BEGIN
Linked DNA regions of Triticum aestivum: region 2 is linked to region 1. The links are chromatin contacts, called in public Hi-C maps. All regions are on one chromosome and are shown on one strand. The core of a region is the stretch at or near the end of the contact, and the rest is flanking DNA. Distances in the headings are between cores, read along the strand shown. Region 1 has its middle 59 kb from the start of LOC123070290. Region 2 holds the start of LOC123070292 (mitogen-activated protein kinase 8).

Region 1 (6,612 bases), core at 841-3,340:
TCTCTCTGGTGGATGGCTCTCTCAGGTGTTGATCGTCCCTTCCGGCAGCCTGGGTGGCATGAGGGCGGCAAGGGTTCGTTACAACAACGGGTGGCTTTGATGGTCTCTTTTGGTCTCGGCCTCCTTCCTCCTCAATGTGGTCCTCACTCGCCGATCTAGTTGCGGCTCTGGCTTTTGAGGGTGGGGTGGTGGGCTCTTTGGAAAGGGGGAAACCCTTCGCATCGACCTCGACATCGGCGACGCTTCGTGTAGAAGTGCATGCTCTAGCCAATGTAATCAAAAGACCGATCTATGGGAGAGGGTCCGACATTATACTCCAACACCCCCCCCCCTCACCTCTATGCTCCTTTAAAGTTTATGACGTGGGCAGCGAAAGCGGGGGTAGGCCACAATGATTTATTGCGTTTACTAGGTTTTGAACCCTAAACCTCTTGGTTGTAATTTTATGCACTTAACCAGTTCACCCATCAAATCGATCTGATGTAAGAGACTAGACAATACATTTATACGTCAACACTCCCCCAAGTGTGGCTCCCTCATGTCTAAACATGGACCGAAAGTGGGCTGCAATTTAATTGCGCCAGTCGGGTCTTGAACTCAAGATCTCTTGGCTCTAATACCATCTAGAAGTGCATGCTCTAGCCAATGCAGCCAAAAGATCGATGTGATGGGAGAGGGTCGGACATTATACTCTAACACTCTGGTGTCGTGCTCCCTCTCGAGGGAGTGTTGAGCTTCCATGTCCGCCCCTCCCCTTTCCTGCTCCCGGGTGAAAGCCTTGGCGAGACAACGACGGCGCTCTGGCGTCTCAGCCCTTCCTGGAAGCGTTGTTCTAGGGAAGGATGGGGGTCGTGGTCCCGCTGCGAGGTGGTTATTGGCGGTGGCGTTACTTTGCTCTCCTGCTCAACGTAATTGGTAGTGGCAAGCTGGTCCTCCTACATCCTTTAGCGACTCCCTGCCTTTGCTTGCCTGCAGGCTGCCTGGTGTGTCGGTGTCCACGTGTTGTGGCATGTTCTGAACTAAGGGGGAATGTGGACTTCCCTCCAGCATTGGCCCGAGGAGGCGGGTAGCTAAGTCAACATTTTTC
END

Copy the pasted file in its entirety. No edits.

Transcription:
Linked DNA regions of Triticum aestivum: region 2 is linked to region 1. The links are chromatin contacts, called in public Hi-C maps. All regions are on one chromosome and are shown on one strand. The core of a region is the stretch at or near the end of the contact, and the rest is flanking DNA. Distances in the headings are between cores, read along the strand shown. Region 1 has its middle 59 kb from the start of LOC123070290. Region 2 holds the start of LOC123070292 (mitogen-activated protein kinase 8).

Region 1 (6,612 bases), core at 841-3,340:
TCTCTCTGGTGGATGGCTCTCTCAGGTGTTGATCGTCCCTTCCGGCAGCCTGGGTGGCATGAGGGCGGCAAGGGTTCGTTACAACAACGGGTGGCTTTGATGGTCTCTTTTGGTCTCGGCCTCCTTCCTCCTCAATGTGGTCCTCACTCGCCGATCTAGTTGCGGCTCTGGCTTTTGAGGGTGGGGTGGTGGGCTCTTTGGAAAGGGGGAAACCCTTCGCATCGACCTCGACATCGGCGACGCTTCGTGTAGAAGTGCATGCTCTAGCCAATGTAATCAAAAGACCGATCTATGGGAGAGGGTCCGACATTATACTCCAACACCCCCCCCCCTCACCTCTATGCTCCTTTAAAGTTTATGACGTGGGCAGCGAAAGCGGGGGTAGGCCACAATGATTTATTGCGTTTACTAGGTTTTGAACCCTAAACCTCTTGGTTGTAATTTTATGCACTTAACCAGTTCACCCATCAAATCGATCTGATGTAAGAGACTAGACAATACATTTATACGTCAACACTCCCCCAAGTGTGGCTCCCTCATGTCTAAACATGGACCGAAAGTGGGCTGCAATTTAATTGCGCCAGTCGGGTCTTGAACTCAAGATCTCTTGGCTCTAATACCATCTAGAAGTGCATGCTCTAGCCAATGCAGCCAAAAGATCGATGTGATGGGAGAGGGTCGGACATTATACTCTAACACTCTGGTGTCGTGCTCCCTCTCGAGGGAGTGTTGAGCTTCCATGTCCGCCCCTCCCCTTTCCTGCTCCCGGGTGAAAGCCTTGGCGAGACAACGACGGCGCTCTGGCGTCTCAGCCCTTCCTGGAAGCGTTGTTCTAGGGAAGGATGGGGGTCGTGGTCCCGCTGCGAGGTGGTTATTGGCGGTGGCGTTACTTTGCTCTCCTGCTCAACGTAATTGGTAGTGGCAAGCTGGTCCTCCTACATCCTTTAGCGACTCCCTGCCTTTGCTTGCCTGCAGGCTGCCTGGTGTGTCGGTGTCCACGTGTTGTGGCATGTTCTGAACTAAGGGGGAATGTGGACTTCCCTCCAGCATTGGCCCGAGGAGGCGGGTAGCTAAGTCAACATTTTTC